Here are some of my HDRI Images I took in Australia. I am looking for a web hosting so I can put up all my pics. All pics taken in Perth, WA, Australia.
From Wikipedia this is what HDRI is:
"In image processing, computer graphics, and photography, high dynamic range imaging (HDRI or just HDR) is a set of techniques that allows a greater dynamic range of luminances between light and dark areas of a scene than normal digital imaging techniques. The intention of HDRI is to accurately represent the wide range of intensity levels found in real scenes ranging from direct sunlight to shadows.
High dynamic range imaging was originally developed in the 1930s and 1940s by Charles Wyckoff. Wyckoff's detailed pictures of nuclear explosions appeared on the cover of Life magazine in the mid 1940s. The process of tone mapping together with bracketed exposures of normal digital images, giving the end result a high, often exaggerated dynamic range, was first reported in 1993, and resulted in a mathematical theory of differently exposed pictures of the same subject matter that was published in 1995. In 1997 this technique of combining several differently exposed images to produce a single HDR image was presented to the computer graphics community by Paul Debevec."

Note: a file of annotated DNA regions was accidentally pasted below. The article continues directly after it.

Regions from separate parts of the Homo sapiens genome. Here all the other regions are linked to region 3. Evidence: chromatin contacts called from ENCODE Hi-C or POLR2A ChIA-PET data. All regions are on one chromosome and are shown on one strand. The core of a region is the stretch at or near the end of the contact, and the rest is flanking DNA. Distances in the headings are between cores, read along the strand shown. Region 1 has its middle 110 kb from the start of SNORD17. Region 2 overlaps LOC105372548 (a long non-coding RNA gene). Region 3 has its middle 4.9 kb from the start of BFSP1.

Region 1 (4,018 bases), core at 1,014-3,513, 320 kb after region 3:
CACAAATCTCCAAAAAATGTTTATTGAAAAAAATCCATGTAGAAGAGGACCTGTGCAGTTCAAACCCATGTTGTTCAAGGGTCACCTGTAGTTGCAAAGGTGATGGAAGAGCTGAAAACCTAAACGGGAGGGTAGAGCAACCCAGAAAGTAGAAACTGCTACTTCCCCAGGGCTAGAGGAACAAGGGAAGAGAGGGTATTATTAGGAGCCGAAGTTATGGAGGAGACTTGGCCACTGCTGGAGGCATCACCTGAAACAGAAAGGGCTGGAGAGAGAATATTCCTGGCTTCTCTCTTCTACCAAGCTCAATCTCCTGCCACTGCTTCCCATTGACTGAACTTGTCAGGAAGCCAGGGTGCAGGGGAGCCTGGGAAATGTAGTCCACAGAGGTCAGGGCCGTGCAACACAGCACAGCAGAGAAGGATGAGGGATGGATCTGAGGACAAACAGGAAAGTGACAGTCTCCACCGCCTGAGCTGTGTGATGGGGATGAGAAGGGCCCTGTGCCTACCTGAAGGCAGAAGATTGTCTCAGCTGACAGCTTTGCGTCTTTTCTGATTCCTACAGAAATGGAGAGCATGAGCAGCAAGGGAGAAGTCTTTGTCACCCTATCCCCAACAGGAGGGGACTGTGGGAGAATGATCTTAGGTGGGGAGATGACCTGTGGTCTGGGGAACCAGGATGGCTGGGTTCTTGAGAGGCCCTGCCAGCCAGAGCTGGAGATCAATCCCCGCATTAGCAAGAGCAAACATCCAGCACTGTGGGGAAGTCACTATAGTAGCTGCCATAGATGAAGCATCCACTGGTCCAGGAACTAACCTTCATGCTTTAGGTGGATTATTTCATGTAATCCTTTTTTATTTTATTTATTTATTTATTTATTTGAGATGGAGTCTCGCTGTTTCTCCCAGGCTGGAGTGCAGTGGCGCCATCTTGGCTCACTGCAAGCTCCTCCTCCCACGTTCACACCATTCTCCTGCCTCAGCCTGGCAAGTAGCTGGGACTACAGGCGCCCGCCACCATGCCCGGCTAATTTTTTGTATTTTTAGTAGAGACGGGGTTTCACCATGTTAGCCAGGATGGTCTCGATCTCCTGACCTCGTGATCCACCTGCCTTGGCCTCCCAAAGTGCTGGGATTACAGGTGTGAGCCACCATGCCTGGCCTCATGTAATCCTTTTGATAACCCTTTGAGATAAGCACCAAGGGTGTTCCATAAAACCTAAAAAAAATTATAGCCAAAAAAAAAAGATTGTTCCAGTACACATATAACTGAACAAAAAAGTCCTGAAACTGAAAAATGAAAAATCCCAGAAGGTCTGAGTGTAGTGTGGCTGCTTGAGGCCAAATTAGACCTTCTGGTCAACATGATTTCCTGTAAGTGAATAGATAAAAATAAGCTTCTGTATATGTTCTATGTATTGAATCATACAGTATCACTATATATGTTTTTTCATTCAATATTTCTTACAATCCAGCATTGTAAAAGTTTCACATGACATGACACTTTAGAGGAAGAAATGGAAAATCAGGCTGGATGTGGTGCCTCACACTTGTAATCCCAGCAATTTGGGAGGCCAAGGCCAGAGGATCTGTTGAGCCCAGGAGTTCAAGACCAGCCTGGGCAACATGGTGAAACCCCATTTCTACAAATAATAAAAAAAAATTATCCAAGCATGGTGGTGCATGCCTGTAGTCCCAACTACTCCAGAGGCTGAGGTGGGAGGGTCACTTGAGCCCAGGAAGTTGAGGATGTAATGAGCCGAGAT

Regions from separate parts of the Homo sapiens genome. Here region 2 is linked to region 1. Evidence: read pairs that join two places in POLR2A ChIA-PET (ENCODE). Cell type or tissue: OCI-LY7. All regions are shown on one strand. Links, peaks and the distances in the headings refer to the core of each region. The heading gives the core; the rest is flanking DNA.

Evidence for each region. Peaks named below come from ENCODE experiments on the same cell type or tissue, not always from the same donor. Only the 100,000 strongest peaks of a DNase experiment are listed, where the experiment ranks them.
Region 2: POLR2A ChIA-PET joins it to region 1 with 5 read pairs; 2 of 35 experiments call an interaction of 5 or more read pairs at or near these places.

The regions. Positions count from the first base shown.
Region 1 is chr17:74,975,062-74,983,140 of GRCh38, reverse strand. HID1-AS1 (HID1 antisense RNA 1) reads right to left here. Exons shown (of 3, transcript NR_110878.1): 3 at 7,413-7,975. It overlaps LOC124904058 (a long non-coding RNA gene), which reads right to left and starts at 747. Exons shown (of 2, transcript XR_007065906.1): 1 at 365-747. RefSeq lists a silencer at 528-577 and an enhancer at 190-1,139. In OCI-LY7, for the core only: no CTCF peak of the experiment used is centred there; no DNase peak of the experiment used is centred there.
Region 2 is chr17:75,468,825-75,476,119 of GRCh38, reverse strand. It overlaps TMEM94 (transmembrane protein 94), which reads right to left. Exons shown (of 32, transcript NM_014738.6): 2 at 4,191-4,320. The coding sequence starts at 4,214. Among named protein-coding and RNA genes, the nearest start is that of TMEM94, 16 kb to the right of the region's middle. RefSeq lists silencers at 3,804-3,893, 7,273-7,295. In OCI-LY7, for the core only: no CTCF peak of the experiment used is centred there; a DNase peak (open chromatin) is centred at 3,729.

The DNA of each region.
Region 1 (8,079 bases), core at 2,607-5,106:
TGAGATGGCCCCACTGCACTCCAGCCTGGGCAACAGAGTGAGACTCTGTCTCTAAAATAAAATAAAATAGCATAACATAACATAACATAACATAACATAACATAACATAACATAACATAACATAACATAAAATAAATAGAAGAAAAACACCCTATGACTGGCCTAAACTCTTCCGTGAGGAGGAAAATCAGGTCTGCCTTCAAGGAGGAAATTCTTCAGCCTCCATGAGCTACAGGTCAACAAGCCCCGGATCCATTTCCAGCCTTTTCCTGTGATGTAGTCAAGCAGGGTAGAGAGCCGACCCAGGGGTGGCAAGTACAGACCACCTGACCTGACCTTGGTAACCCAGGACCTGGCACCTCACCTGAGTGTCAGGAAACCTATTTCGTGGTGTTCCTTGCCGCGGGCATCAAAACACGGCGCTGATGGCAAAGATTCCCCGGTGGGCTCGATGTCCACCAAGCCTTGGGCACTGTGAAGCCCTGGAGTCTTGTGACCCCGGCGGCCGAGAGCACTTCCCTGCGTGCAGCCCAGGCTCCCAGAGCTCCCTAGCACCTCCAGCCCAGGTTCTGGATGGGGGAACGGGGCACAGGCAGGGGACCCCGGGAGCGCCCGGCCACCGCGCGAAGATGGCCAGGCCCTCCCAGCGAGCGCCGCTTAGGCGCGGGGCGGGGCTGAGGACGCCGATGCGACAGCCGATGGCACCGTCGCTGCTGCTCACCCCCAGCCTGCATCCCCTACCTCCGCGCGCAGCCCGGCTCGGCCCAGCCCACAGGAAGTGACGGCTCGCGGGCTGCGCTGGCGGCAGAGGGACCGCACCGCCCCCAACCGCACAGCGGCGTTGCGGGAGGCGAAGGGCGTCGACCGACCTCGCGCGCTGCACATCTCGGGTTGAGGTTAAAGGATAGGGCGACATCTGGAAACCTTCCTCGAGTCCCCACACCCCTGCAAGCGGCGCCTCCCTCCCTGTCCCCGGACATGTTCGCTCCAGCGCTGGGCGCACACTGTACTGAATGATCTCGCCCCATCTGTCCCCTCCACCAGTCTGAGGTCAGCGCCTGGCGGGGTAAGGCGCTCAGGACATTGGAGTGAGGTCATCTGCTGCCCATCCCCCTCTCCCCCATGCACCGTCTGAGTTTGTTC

Like both the images.......especially the light info in the second one
The first image would suit an evening mood.
Are you going to make panoramic shots too?
Very nice images, they look great. You must have a very nice camera.
One helpful note, use "Quote" coding when coping from Wiki or some other site.
I like the first image because of the sky and the field's color. Great details on those clouds. That's why I like HDRs. You can see more details than in a normal photo.
Can I use my Canon S3 to create HDRI pictures? If so, how can I do it? I've read the I'll have to take the same scene several times with different brightness or something. Another question is, how can you make sure you get the exact same shot after each setting is changed? I can never take a shot that is exactly the same even with a tripod because you press the buttons, it moves or shakes a very tiny bit. This makes a huge difference to objects far away. So what's the best way to overcome this?